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2015 in Review: Some of the Biggest Health Stories of the Year

(Mirror Daily, United States) – It’s almost time to change dates again, so people make all sorts of lists and tops regarding the past 12 months.

This year brought a fair share of fascinating medical news, and thanks to all sorts of discoveries and breakthroughs, we are now more informed about our health that we could ever dream to be.

Some things we already knew but were reinforced, some things we thought we knew and were debunked instead. Let’s look at some of the biggest health stories of the year, and what they taught us about our lifestyle choices, our bodies, and our minds.

We drink more than we should

According to a CDC report released in January 2015, six Americans die each day due to alcohol poisoning – drinking too much alcohol in too short a time. A study also found that working long hours drives people to consume alcohol in excess.

But it’s fine if we drink one or two glasses, right? Wrong – at least according to a February study claiming that the supposed health benefits of moderate drinking may be overblown, while another found a connection between alcohol and increased breast cancer risk for women.

Sitting is increasingly bad for us

Recent years stamped a new name for sitting as “the new smoking,” and 2015 added even more fuel to the fire. One study in August suggested that being sedentary might be twice as fatal as being obese, while another found exercising regularly cannot counteract all the adverse effects of sitting.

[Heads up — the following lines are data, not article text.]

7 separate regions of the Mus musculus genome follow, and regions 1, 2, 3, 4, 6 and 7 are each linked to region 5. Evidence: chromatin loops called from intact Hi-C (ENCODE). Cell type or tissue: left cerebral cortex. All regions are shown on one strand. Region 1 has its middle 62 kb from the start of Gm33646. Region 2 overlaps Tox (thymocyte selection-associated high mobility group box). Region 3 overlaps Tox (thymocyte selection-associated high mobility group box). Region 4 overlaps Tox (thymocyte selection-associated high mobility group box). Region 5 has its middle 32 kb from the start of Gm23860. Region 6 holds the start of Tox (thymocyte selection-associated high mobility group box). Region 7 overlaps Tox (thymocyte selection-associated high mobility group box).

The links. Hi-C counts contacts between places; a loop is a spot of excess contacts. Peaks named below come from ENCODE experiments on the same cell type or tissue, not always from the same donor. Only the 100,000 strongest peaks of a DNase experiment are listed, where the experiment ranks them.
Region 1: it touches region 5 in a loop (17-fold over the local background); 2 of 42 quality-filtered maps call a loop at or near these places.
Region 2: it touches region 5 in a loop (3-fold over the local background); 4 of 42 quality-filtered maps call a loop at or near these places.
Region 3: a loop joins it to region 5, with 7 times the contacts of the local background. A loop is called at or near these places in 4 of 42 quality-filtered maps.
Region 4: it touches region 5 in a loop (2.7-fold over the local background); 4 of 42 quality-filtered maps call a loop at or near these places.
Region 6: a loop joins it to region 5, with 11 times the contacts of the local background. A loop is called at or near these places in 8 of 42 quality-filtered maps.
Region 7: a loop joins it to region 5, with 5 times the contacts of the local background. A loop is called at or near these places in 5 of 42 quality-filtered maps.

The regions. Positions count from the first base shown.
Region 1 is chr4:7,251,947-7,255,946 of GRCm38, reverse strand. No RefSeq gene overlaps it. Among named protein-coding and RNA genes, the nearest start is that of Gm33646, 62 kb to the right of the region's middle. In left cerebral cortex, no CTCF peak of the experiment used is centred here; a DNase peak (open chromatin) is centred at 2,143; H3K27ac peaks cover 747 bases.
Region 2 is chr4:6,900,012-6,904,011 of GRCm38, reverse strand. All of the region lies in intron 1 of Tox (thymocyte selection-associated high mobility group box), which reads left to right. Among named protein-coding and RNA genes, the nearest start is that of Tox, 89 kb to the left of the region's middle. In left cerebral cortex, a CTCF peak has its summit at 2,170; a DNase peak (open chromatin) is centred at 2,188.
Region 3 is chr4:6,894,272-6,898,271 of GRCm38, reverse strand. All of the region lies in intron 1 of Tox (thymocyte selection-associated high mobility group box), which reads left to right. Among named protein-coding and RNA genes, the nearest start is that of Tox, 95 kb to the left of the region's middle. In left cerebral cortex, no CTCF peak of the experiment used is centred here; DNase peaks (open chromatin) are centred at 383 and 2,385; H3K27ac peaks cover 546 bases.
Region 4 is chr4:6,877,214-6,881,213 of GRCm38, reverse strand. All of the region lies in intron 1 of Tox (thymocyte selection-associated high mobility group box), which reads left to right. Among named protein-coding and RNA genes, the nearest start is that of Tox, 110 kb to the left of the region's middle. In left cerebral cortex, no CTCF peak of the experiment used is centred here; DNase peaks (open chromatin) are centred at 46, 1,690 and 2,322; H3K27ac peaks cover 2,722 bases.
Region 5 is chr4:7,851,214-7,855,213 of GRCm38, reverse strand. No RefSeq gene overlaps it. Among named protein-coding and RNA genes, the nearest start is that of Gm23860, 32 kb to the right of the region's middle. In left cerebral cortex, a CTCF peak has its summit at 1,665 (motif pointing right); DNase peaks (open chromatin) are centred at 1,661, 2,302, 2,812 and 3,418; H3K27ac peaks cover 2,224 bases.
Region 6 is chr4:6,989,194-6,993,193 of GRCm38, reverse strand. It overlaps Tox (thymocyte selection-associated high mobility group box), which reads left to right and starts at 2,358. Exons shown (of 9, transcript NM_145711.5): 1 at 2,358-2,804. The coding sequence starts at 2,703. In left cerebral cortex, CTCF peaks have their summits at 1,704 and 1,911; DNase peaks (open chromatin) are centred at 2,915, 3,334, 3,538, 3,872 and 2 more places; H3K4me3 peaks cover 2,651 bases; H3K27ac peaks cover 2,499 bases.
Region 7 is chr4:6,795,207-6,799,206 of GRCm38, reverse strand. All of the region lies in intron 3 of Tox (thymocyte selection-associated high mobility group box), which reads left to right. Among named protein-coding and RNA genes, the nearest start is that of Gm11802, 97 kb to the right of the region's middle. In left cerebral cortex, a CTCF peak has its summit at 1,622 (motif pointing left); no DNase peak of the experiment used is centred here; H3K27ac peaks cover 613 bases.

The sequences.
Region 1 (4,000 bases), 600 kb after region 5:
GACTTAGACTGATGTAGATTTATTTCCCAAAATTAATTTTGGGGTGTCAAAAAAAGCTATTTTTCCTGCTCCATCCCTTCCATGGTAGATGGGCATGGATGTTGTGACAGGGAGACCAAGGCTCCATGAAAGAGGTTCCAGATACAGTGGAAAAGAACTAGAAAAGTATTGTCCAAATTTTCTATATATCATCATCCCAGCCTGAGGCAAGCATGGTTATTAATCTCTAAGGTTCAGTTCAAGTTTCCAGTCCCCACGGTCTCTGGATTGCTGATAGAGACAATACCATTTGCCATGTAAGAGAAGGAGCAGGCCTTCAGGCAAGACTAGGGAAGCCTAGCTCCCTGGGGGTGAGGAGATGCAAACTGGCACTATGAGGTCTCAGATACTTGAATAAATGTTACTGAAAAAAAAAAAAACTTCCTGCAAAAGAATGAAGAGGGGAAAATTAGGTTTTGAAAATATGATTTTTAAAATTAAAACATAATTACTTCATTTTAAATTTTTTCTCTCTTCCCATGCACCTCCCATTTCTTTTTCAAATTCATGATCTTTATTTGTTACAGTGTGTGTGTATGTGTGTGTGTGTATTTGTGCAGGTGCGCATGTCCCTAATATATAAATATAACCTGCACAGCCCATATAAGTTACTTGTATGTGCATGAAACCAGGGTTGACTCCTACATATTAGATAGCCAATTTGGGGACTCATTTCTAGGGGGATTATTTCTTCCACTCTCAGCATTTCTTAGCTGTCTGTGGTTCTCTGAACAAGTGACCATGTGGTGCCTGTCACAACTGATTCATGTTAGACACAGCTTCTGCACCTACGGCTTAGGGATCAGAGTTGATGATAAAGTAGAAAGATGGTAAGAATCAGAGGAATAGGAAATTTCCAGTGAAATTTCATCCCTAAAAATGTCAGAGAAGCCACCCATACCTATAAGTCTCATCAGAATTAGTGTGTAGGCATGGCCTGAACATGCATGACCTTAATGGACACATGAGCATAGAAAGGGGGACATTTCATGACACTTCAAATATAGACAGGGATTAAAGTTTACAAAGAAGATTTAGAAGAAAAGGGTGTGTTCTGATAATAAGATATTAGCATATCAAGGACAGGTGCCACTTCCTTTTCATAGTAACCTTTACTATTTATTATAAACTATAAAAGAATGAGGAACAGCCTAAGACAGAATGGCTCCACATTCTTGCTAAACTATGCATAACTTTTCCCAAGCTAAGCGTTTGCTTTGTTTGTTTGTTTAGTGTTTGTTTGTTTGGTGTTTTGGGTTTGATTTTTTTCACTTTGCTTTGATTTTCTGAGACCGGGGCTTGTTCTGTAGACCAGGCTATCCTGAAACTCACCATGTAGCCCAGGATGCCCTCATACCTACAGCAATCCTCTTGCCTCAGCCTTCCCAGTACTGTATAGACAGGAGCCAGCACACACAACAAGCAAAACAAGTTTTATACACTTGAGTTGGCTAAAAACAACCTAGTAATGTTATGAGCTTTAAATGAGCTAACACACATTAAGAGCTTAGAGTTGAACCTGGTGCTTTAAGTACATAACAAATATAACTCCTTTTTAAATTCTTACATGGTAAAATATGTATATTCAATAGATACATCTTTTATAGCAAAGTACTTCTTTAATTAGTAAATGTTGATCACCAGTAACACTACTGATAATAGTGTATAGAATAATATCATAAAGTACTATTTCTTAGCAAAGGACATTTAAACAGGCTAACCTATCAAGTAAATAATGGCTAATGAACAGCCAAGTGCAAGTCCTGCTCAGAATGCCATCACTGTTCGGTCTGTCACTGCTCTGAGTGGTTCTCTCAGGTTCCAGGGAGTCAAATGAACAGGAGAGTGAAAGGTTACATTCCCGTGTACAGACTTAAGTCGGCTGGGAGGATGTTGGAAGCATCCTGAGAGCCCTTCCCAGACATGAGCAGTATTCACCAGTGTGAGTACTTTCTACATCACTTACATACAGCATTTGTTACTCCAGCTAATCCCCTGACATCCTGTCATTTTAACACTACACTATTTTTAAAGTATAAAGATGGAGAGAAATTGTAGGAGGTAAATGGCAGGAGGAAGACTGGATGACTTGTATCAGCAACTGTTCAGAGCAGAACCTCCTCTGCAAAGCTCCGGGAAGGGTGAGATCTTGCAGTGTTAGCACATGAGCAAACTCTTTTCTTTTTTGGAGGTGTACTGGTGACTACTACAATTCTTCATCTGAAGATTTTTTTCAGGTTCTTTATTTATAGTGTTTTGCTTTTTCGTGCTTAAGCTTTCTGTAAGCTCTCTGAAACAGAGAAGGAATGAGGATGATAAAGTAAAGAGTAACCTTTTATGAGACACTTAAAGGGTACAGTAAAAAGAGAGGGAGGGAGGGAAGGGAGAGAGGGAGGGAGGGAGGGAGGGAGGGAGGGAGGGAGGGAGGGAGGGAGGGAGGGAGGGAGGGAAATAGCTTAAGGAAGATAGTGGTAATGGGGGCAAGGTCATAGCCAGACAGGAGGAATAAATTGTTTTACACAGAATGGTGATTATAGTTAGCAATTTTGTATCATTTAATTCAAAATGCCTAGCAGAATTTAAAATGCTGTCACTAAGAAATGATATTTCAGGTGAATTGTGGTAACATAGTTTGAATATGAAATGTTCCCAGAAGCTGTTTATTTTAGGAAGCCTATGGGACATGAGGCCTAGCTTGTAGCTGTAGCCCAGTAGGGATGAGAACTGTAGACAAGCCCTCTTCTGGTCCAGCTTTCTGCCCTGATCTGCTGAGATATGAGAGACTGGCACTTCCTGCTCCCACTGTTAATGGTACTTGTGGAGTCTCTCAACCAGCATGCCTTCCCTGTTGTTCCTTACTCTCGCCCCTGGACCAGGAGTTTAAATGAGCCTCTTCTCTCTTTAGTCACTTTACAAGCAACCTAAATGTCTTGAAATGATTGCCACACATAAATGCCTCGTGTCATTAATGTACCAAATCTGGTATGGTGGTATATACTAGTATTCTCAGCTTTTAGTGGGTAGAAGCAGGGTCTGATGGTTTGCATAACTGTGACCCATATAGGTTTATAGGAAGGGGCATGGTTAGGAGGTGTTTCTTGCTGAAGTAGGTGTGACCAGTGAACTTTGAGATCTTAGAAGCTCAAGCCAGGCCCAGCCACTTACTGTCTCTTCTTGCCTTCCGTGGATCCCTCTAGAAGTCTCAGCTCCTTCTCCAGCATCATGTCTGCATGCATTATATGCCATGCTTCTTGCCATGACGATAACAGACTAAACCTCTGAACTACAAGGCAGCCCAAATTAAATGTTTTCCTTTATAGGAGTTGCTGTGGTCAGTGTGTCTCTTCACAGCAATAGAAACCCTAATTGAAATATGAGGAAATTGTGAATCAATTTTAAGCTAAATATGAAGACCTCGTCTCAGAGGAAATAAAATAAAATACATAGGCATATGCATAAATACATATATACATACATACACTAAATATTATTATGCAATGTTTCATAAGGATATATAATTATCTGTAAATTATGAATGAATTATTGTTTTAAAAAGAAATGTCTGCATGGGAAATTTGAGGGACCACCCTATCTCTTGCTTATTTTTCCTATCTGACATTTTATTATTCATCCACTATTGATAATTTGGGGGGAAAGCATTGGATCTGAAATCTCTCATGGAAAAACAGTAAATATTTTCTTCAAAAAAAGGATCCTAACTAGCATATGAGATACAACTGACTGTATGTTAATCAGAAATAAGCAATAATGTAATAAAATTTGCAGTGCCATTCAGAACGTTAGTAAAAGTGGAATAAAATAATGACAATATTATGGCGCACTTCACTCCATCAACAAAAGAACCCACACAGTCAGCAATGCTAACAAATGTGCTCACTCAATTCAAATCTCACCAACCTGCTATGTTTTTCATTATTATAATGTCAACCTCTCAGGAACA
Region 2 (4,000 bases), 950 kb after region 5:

However, it isn’t all bad – you can reverse some of sitting’s harmful effects by standing for an extra two hours a day instead of sitting, a practice linked to lower cholesterol and blood sugar levels.

Sharks are less dangerous than smartphones

You’re worrying about the wrong hazard if you skipped the ocean last summer because of the uptick in shark attacks. Yes, 2015 brought an increase in Jaws-style incidents, but according to a Mashable report from September, more people died this year trying to take a selfie than from swimming in shark-infested waters.

Even when they’re not causing physical danger, smartphones have other risks, such as causing anxiety and cognitive impairment. It also alienates us from our family and friends when we ignore them in favor of our digital connections, a phenomenon dubbed as “phone snubbed,” or “phubbed.”

Looking back on 2015, we may remember the pink pill, breastfeeding, coffee, sugar, bacon, and contact sports being in the news, as were two infamous epidemics: Ebola and measles.
Image Source: Greatist

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